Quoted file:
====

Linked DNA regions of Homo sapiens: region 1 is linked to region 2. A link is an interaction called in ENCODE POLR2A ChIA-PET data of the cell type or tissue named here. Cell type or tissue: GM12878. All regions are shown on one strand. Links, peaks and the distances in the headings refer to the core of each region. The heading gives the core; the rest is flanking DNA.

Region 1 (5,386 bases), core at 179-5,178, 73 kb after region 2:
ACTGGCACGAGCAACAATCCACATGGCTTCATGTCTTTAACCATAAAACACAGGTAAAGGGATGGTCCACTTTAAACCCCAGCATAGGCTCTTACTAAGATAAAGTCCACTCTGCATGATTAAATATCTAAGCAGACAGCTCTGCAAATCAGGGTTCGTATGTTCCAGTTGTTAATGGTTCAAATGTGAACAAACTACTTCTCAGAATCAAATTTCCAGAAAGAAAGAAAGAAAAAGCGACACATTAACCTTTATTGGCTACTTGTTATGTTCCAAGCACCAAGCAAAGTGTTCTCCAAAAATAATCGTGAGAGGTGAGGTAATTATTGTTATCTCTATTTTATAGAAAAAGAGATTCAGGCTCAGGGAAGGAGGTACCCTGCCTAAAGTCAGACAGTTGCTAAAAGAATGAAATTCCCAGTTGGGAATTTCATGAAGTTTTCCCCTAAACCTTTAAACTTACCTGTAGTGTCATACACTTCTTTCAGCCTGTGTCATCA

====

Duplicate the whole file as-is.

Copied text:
Linked DNA regions of Homo sapiens: region 1 is linked to region 2. A link is an interaction called in ENCODE POLR2A ChIA-PET data of the cell type or tissue named here. Cell type or tissue: GM12878. All regions are shown on one strand. Links, peaks and the distances in the headings refer to the core of each region. The heading gives the core; the rest is flanking DNA.

Region 1 (5,386 bases), core at 179-5,178, 73 kb after region 2:
ACTGGCACGAGCAACAATCCACATGGCTTCATGTCTTTAACCATAAAACACAGGTAAAGGGATGGTCCACTTTAAACCCCAGCATAGGCTCTTACTAAGATAAAGTCCACTCTGCATGATTAAATATCTAAGCAGACAGCTCTGCAAATCAGGGTTCGTATGTTCCAGTTGTTAATGGTTCAAATGTGAACAAACTACTTCTCAGAATCAAATTTCCAGAAAGAAAGAAAGAAAAAGCGACACATTAACCTTTATTGGCTACTTGTTATGTTCCAAGCACCAAGCAAAGTGTTCTCCAAAAATAATCGTGAGAGGTGAGGTAATTATTGTTATCTCTATTTTATAGAAAAAGAGATTCAGGCTCAGGGAAGGAGGTACCCTGCCTAAAGTCAGACAGTTGCTAAAAGAATGAAATTCCCAGTTGGGAATTTCATGAAGTTTTCCCCTAAACCTTTAAACTTACCTGTAGTGTCATACACTTCTTTCAGCCTGTGTCATCA